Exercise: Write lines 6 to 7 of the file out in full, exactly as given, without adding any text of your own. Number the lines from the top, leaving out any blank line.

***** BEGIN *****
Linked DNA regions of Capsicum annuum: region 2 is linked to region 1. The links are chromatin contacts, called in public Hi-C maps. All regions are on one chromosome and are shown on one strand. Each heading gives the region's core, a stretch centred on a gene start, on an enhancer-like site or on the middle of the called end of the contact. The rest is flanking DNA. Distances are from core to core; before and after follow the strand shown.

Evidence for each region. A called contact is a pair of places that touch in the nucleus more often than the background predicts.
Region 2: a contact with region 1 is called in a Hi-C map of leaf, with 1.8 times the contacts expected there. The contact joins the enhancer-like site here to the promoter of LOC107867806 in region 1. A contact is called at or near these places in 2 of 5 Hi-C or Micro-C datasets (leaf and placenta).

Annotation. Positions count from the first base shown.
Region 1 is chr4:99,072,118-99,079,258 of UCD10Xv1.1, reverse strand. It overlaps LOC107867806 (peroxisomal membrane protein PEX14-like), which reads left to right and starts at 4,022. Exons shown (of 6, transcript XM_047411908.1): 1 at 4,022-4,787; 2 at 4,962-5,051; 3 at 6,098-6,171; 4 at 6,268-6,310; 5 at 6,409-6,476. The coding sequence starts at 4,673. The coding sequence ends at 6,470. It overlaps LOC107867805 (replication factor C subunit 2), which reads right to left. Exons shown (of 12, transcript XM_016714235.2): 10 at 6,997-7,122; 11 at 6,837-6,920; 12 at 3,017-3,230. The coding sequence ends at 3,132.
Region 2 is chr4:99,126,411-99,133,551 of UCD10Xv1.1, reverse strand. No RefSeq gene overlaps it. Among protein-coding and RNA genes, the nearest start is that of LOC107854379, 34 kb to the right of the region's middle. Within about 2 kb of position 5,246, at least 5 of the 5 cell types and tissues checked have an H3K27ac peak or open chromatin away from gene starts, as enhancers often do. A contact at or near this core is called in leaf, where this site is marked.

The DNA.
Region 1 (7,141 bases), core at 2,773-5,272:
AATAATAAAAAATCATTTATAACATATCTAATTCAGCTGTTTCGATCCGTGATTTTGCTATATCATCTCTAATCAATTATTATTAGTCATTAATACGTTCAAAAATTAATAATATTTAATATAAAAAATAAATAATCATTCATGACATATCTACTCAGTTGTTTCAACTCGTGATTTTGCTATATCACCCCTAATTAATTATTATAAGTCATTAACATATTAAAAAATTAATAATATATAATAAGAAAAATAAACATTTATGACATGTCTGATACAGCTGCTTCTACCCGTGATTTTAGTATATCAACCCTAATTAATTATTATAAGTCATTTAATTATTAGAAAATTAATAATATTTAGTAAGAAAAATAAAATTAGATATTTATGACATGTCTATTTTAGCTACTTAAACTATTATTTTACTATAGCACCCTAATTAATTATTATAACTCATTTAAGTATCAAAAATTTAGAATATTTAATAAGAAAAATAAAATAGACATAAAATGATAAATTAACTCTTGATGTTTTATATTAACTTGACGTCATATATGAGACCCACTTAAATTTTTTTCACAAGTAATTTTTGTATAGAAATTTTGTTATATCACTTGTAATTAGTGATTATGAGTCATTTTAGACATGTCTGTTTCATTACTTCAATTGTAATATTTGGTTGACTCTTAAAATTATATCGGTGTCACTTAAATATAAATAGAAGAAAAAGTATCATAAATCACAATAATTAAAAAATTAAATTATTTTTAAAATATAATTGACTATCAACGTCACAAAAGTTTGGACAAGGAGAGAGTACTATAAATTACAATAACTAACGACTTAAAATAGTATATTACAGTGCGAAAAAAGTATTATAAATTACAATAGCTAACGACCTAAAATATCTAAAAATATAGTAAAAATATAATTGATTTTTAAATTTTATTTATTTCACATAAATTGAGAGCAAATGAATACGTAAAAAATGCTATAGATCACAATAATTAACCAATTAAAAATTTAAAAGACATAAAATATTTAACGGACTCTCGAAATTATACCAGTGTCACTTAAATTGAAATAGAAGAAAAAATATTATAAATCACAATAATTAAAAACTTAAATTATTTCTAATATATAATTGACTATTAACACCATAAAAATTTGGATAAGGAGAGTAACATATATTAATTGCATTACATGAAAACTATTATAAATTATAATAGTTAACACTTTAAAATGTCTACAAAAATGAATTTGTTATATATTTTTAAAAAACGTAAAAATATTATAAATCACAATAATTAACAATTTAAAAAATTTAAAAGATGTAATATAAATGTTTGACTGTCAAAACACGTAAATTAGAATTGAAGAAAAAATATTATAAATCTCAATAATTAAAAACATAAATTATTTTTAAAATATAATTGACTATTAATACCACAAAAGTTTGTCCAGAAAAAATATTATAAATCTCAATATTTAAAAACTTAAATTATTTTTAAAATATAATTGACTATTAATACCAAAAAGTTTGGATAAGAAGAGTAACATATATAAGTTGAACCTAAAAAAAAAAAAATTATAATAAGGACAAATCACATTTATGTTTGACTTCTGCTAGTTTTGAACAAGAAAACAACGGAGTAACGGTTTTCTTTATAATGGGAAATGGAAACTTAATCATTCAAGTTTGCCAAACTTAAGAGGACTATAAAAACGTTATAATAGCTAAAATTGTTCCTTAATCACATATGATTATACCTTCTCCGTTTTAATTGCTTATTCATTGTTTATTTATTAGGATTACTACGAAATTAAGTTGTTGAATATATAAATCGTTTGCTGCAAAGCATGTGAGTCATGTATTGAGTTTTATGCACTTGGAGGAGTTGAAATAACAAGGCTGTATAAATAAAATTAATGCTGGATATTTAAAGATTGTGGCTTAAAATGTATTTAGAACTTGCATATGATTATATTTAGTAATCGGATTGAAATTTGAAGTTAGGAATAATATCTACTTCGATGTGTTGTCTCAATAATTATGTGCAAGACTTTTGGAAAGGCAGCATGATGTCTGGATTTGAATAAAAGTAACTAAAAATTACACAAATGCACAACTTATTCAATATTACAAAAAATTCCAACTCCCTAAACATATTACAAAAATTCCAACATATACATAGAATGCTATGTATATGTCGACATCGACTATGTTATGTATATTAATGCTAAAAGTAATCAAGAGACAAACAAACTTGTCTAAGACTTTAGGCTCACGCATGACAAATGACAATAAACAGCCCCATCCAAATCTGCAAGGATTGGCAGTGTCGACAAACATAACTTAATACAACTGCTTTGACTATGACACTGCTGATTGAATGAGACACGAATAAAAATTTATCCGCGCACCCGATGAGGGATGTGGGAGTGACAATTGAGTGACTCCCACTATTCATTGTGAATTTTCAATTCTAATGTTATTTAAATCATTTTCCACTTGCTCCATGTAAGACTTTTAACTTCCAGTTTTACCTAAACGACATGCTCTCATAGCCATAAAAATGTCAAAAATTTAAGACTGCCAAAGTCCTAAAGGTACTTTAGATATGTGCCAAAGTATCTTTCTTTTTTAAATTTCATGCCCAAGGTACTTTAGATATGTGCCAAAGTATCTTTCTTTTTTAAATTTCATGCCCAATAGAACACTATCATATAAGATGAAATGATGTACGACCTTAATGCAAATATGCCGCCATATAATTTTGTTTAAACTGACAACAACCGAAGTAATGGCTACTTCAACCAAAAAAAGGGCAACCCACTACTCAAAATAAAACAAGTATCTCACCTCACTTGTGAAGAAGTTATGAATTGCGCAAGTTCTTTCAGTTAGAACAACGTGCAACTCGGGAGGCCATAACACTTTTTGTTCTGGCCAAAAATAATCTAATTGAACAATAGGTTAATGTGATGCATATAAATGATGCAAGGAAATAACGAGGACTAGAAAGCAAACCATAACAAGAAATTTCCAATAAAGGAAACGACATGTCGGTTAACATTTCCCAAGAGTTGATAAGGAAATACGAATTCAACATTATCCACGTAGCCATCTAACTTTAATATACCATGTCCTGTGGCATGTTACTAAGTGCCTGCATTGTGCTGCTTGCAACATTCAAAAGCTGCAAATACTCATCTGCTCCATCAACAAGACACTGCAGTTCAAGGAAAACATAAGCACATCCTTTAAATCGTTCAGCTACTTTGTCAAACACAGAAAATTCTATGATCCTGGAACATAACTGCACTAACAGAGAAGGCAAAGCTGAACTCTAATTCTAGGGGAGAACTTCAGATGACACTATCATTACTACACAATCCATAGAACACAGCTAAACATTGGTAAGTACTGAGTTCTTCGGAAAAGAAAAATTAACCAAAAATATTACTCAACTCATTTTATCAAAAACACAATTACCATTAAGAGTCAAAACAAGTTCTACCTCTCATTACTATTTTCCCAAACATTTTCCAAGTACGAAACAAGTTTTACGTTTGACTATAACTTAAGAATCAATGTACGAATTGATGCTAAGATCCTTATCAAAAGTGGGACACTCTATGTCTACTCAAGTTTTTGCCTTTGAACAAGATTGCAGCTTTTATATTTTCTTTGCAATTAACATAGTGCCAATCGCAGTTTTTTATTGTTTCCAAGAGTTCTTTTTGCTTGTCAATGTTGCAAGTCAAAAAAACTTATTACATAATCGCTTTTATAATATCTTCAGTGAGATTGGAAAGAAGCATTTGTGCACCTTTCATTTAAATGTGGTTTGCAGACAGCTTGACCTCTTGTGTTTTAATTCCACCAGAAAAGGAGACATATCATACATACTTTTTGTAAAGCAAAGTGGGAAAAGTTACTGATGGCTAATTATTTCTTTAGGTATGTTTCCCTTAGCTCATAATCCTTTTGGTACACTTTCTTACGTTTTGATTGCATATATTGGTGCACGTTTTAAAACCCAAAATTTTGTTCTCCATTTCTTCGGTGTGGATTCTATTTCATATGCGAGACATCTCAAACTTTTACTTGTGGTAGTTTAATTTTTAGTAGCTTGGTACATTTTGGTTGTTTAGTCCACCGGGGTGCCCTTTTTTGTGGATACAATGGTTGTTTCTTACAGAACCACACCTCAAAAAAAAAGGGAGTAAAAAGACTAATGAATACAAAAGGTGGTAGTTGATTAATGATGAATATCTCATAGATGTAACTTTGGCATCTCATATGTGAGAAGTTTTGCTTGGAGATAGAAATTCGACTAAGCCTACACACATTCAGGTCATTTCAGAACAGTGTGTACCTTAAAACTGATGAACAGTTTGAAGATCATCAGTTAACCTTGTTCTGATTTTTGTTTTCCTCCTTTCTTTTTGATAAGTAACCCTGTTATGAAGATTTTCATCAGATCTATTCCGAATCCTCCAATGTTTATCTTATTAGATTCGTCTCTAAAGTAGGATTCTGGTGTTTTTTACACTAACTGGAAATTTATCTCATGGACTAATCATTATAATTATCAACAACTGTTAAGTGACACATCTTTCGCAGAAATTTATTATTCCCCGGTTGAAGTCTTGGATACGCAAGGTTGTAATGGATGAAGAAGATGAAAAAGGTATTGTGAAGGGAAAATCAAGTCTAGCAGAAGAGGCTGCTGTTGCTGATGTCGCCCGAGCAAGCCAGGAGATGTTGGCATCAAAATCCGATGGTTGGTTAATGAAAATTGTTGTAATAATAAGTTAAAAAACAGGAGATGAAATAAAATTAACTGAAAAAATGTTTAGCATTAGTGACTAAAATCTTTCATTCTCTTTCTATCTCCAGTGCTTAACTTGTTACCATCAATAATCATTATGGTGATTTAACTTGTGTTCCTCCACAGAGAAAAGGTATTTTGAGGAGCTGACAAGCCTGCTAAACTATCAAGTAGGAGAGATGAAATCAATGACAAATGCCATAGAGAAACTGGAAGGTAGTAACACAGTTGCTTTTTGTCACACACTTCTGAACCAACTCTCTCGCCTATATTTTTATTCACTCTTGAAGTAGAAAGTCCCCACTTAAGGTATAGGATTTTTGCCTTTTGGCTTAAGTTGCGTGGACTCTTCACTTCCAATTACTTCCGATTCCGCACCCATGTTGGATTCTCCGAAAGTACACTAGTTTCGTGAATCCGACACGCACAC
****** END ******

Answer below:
Region 2 is chr4:99,126,411-99,133,551 of UCD10Xv1.1, reverse strand. No RefSeq gene overlaps it. Among protein-coding and RNA genes, the nearest start is that of LOC107854379, 34 kb to the right of the region's middle. Within about 2 kb of position 5,246, at least 5 of the 5 cell types and tissues checked have an H3K27ac peak or open chromatin away from gene starts, as enhancers often do. A contact at or near this core is called in leaf, where this site is marked.

The DNA.